This article was written and provided by Laurence Ritchie of the WoodSolutions Mid-Rise Advisory Team.
Almost unheard of a decade ago, mid-rise timber construction is quickly gaining traction in Australia’s property industry. Following a first foray into tall timber apartments in 2012 (Forte Living in Melbourne’s Docklands precinct), prefabricated timber systems have been used for a variety of structures, from the World’s tallest timber vertical extension in Melbourne through to the World’s tallest timber office building (10 storeys) in Brisbane.
While these are some impressive feats, the mid-rise enthusiasts may note that these iconic projects are built from mass timber, not lightweight systems. This is of course true, but while mass timber is behind the considerable movement for 6+ storey timber buildings, lightweight framing isn’t far behind. In fact, since 2013 more than 10 tall timber buildings (4+ storeys) have been built utilising lightweight systems, with more on the horizon.
Lightweight wall frames and floor cassettes offer an attractive value proposition to any builder, but perhaps none more-so than those involved in delivering apartments. Prefabricated lightweight systems are an efficient solution for the spans and performance conditions typically experienced in apartment projects. While these big buildings do require increased acoustic, fire, and structural performance compared to a typical detached house, the systems called for are now common and familiar to the industry. The WoodSolutions Mid-rise Advisory Program (MAP) has identified the key benefits of using timber frame construction to build these buildings (check out our website to learn more), and *spoiler alert*, there are a lot of them.
So if lightweight timber frame construction is so beneficial to mid-rise apartment projects, why don’t we see more mid-rise timber frame buildings?
This is an understandable question, especially in light of the experiences in other Western nations (e.g. timber framing is used in most of North America’s multi-family buildings up to 6 storeys, and 80% of mid-rise timber construction in Sweden is in lightweight framing). The answer to this question is complex, but it ultimately comes down to one key element: until we have dozens of built local mid-rise timber frame projects, builders and developers will continue to assess this construction system with a heightened level of risk and contingency.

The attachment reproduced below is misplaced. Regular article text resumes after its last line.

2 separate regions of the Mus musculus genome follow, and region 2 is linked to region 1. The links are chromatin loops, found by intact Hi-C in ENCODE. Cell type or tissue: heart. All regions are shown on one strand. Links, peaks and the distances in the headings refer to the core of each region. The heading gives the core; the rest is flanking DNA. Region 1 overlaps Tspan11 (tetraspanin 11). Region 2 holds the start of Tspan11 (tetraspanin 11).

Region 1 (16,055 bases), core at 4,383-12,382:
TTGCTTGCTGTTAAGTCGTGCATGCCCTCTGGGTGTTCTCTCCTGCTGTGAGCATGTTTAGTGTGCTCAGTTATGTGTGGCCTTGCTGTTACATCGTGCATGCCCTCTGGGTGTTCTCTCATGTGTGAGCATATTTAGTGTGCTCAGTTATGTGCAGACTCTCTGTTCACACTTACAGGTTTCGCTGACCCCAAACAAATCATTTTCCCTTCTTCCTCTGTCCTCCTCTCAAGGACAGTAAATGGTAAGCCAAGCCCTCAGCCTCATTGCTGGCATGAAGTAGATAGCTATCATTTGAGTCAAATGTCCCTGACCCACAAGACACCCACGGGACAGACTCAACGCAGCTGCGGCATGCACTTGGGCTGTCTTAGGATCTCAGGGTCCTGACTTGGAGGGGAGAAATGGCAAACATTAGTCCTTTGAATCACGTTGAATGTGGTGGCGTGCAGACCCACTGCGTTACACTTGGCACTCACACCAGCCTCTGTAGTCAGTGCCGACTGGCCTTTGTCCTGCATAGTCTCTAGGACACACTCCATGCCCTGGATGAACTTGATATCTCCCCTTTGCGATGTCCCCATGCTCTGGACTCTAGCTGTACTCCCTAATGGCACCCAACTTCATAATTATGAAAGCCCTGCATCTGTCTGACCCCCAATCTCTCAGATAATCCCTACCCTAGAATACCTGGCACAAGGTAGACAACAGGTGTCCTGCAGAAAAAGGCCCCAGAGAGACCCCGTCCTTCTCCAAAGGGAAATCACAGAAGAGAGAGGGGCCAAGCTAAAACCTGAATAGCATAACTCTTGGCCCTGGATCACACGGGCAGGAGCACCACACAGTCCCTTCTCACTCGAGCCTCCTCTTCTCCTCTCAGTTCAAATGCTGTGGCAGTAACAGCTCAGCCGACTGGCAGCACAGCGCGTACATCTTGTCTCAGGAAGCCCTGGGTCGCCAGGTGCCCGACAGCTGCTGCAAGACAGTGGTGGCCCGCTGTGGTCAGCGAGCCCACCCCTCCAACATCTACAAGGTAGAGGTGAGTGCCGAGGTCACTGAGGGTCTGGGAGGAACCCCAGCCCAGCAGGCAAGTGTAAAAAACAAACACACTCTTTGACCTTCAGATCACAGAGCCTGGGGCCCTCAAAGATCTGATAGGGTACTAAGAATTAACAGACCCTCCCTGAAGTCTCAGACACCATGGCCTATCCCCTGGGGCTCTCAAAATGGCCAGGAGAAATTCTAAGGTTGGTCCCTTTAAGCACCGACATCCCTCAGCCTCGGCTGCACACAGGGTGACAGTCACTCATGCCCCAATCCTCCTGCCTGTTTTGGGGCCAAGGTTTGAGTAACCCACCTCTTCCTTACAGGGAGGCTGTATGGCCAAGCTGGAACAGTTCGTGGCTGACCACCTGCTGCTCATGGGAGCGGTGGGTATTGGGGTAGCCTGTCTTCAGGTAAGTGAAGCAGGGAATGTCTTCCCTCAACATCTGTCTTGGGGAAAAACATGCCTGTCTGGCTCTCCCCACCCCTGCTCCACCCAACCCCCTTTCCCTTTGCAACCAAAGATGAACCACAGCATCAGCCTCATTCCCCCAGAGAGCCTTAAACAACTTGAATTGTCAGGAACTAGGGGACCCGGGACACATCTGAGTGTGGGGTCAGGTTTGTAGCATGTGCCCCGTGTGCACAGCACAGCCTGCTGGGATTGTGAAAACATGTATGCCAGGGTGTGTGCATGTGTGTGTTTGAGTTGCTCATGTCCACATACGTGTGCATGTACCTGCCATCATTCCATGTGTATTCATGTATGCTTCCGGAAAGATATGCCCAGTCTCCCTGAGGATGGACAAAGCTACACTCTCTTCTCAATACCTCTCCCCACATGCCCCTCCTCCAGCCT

So what can we do about this? There are a lot of answers to this question, but the key outcome is simple: build more mid-rise timber frame projects. To do this we need developers for whom the benefits of timber construction are truly valuable and is willing to set an example for much of our local industry. Ideally this developer will need to build a lot of high quality low to mid-rise apartments within a relatively short period of time, and they will be motivated to utilise sustainably produced resources, small-to-medium sized manufacturers, and local builders to deliver them.
Through sheer chance, this is the exact opportunity we are now faced with.
Tasked with stimulating a potentially fragile post-COVID economy, both State and Federal governments are splashing cash like never before. While the timber industry is currently run off its feet from ‘HomeBuilder’ induced enthusiasm, State governments have also recently announced major spending in public infrastructure – most notably 14,500 social housing units in Victoria (although other states are also spending big on social housing). As the current glut of detached homes and renovations dry up, it is these social housing packages that offer to keep the industry busy while accelerating the growth of mid-rise timber frame construction in the apartment market.
While our social housing stock was once predominantly made up of detached houses, current day social housing residents are more likely to live in single person households, and are well suited to high quality, thoughtfully designed apartment buildings. Based on recent social housing projects, these buildings may typically feature 30-60 apartments each, and may be tendered to design and construction teams in groups (so the winning tenderer will build multiple buildings under one contract).
To take advantage of this opportunity, the timber value chain needs to provide confidence that we can supply at this scale. While there are one or two frame and truss manufacturers for whom this may be easy, much of the industry may struggle to commit to a contract to supply larger projects. For this reason, Ric Sinclair (Managing Director, Forest and Wood Products Australia) recently proposed consideration of a bid consortia that unites multiple fabricators with a nailplate manufacturer and timber supplier, allowing them to collaborate in the supply of larger projects. This bid consortia may include a single independent design and/or shop drawing team, funded by the members of the bid consortia.
To ensure that the multi residential jobs are not at the expense of existing detached building customers, there may be an opportunity to utilise a second shift within the frame and truss plants.
While the WoodSolutions team cannot directly administer this initiative, we would like to highlight the rare opportunity available to the industry, and this requires a new way of thinking about the timber value chain and new business models. If you would like to better understand the opportunities around mid-rise lightweight framing, then please contact the author (Laurence.firstname.lastname@example.org).
The Mid-rise Advisory Program is made possible thanks to support from industry partners and the Federal government through a voluntary matching scheme. To see a list of our partners or learn more about the program you can visit our website here.